Danielle Roberts, the co-organiser of Reclaim The Night Belfast, which is hosting a virtual vigil this weekend, says the Met’s response is “unsurprising”. She explains that the Northern Ireland group has decided to hold an online event due to “heavy-handed policing of the Black Lives Matter protests here in June 2020”.

Further vigils are planned in Bristol, York, Edinburgh, and beyond. Speaking to Dazed about the Bristol event, co-organiser Aisling Nolan says: “I felt we needed a space here for the collective grief felt by women nationwide, and for women to know they’re not alone in their heartbreak. The resounding feeling is that Sarah could be any one of us, and she is one of us.”

Hannah McIvor and Ciara O’Connor-Pozo, the organisers of two vigils in Derry, express a similar sentiment, telling Dazed: “Sarah did everything that women are taught to do to stay safe, and yet it wasn’t enough. We are tired of being blamed for the actions of men.”

Roberts adds: “To have the police suggest a curfew for women, decades after the same thing was suggested following the Yorkshire Ripper attacks – which led to the first Reclaim The Night marches – shows how little public attitudes, and the reality for women and girls, has moved on.”

Jessup says Everard’s murder has “cruelly reminded us that we, as women in the UK, can have no expectation of safety as we go about our daily lives”. Many on social media have referenced the fact that, during lockdown, walking is the only thing we are allowed to do, and women can’t even do that safely. “It doesn’t matter what you wear,” continues Jessup, “who you’re with, where you live, or what time of day or night it is – you deserve to be safe.”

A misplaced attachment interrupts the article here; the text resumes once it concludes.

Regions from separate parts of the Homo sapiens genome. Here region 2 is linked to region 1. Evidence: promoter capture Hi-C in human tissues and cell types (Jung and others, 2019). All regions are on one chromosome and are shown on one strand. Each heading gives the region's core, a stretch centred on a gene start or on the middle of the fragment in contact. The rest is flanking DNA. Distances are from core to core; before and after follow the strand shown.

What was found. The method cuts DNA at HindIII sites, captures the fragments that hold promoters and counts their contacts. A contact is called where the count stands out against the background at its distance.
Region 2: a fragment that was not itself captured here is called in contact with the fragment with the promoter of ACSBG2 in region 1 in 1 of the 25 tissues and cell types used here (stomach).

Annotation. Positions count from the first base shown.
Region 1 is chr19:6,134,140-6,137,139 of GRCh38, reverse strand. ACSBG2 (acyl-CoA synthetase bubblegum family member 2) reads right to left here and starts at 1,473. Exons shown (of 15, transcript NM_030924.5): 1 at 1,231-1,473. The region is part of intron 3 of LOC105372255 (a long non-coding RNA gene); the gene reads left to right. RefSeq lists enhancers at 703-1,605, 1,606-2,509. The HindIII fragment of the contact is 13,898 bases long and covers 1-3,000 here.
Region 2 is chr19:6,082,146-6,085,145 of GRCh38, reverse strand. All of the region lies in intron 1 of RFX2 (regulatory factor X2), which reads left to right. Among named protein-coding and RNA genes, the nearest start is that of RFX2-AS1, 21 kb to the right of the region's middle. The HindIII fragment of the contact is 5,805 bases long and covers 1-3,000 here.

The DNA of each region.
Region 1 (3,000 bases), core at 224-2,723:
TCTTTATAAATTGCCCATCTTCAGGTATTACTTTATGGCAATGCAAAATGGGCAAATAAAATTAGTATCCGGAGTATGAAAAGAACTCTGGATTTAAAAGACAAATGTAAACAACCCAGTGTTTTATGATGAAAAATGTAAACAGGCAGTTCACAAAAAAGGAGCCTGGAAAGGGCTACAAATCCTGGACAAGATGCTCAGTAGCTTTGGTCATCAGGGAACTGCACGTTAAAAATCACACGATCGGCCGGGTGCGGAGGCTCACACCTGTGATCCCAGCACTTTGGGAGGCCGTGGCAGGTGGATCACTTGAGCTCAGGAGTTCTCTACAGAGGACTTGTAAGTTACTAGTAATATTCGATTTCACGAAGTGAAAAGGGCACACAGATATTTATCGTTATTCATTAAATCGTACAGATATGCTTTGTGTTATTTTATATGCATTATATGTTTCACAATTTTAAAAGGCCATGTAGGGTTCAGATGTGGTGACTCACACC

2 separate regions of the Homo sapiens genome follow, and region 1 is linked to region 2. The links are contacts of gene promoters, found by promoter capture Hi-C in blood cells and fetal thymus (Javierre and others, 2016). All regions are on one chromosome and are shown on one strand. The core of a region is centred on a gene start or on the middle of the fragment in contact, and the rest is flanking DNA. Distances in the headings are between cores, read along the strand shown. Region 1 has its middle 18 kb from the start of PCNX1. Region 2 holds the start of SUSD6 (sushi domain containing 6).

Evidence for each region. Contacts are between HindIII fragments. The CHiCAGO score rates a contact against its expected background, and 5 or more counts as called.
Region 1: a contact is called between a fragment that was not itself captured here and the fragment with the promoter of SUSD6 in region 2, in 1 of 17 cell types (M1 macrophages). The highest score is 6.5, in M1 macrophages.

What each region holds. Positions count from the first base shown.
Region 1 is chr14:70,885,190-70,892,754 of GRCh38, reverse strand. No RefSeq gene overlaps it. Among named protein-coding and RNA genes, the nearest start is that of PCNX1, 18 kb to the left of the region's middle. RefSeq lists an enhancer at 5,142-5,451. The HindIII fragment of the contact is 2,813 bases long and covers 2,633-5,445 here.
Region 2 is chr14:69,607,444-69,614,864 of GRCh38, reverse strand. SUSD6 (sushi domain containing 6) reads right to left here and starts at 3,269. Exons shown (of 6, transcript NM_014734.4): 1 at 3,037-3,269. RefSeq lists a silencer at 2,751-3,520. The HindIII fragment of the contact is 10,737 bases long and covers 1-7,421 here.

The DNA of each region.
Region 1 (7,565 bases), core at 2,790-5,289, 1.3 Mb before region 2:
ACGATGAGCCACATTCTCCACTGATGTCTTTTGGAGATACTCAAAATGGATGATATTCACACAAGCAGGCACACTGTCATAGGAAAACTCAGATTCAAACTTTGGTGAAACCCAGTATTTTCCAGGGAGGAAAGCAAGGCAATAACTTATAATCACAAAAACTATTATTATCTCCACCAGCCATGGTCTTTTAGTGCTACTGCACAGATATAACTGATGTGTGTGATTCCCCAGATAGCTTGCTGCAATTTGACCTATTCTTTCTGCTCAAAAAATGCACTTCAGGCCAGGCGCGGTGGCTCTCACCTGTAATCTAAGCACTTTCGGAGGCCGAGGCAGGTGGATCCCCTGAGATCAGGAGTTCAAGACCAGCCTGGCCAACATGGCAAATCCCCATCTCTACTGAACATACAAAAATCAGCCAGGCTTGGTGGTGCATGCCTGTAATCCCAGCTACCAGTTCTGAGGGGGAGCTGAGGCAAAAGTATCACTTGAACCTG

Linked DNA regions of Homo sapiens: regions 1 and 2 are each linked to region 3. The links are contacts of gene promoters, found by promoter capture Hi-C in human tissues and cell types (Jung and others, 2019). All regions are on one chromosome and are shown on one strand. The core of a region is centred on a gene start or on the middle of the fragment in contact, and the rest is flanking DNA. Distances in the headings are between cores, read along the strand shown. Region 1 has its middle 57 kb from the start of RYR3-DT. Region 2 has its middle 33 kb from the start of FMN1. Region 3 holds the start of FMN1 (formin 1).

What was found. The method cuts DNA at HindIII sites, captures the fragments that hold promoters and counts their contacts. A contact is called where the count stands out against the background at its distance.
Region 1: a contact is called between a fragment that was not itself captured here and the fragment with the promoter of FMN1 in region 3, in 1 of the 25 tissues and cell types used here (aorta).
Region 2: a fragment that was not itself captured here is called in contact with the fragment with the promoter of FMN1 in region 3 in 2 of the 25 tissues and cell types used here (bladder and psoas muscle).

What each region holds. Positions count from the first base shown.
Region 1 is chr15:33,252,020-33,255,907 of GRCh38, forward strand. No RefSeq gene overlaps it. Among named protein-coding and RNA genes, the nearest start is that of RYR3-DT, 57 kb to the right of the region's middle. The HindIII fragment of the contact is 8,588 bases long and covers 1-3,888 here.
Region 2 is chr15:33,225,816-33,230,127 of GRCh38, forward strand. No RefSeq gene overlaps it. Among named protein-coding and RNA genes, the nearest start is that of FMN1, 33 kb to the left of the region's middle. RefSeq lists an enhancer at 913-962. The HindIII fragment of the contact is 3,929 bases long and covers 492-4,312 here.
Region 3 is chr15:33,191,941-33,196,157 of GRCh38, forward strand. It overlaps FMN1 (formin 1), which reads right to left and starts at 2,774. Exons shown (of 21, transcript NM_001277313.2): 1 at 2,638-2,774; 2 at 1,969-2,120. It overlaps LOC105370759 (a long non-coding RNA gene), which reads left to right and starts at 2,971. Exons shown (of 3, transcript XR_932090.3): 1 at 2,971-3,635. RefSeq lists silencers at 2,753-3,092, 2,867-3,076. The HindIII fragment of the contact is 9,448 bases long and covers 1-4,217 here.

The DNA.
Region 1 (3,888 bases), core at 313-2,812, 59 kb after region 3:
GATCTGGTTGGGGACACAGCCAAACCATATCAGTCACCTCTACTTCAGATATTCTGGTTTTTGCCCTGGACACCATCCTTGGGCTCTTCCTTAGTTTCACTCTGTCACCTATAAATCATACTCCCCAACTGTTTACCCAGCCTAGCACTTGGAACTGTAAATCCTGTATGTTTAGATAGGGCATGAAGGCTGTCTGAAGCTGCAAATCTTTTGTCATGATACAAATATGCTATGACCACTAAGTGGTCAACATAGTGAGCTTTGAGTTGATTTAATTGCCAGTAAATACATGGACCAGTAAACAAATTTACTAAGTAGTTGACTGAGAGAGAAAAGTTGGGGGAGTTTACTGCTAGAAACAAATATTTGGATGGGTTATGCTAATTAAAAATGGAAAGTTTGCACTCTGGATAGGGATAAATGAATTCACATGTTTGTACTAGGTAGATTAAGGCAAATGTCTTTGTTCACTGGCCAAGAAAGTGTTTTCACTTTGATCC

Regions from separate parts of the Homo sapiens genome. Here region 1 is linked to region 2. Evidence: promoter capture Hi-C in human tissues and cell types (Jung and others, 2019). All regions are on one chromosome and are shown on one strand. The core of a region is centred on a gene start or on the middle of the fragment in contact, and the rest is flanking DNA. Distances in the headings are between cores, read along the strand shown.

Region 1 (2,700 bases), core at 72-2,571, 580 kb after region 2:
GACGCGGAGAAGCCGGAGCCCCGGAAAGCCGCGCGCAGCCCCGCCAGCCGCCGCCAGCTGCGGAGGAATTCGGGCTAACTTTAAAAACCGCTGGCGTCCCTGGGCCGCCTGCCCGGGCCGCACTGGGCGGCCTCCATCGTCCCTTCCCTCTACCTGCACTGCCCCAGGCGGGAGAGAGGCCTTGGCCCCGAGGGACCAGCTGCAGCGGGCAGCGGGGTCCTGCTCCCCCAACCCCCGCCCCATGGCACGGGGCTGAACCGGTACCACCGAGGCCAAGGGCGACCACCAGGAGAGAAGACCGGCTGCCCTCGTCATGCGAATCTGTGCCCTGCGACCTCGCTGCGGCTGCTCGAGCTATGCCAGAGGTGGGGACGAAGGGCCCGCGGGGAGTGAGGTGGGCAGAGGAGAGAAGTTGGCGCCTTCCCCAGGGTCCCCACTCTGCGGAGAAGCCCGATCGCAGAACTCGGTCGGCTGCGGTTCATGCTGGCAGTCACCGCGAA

Ribeiro-Addy believes that Everard’s case has resonated with so many women because of the “pervasiveness of these experiences”. She tells Dazed: “Every woman has a story to tell of harassment, abuse, assault, violence, and near-miss encounters.”

Just this week, UN Women UK released a survey which revealed that 97 per cent of young women in the UK have been sexually harrassed, dropping to 80 per cent when it came to women of all ages. “Street harassment makes girls feel ashamed, frightened, and vulnerable,” Rose Caldwell, the CEO of Plan International UK, told Dazed on Wednesday (March 10). “It causes them to chase their behaviour, like avoiding certain streets or changing their clothes before leaving the house, (which has) serious implications for their freedom and autonomy.”

Discussing what needs to be done to help end violence against women, Ribeiro-Addy says we need to “get to the roots of why this is happening”. She continues: “We need a wide-ranging conversation about the cultural and material issues that mean women continue to face appalling rates of gender violence. This needs to involve everything from confronting the disgusting culture of victim blaming, which still persists, to tackling shockingly low conviction rates for rape, to giving better resources for lighting.”

McIvor and O’Connor-Pozo believe “more needs to be done to educate boys and men about consent, respecting women, and not treating us like sex objects”. They add: “The solution is not just to get more police on our streets, because, as we have seen, the police are frequently the perpetrators of violence themselves, and this would disproportionately affect POCs. We want a solution that focuses on prevention, not just punishment.”

As well as being a stark reminder of how unsafe the world is for women, Everard’s killing has, once again, exposed the failures and dangers of the police. Last year, it emerged that two Metropolitan police officers took selfies next to the bodies of murdered sisters Nicole Smallman and Bibaa Henry, while last summer’s historical Black Lives Matter protests shone a light on all the Black people who’ve died in police custody in the UK.

For Sarah’s family and friends, I hope there is justice.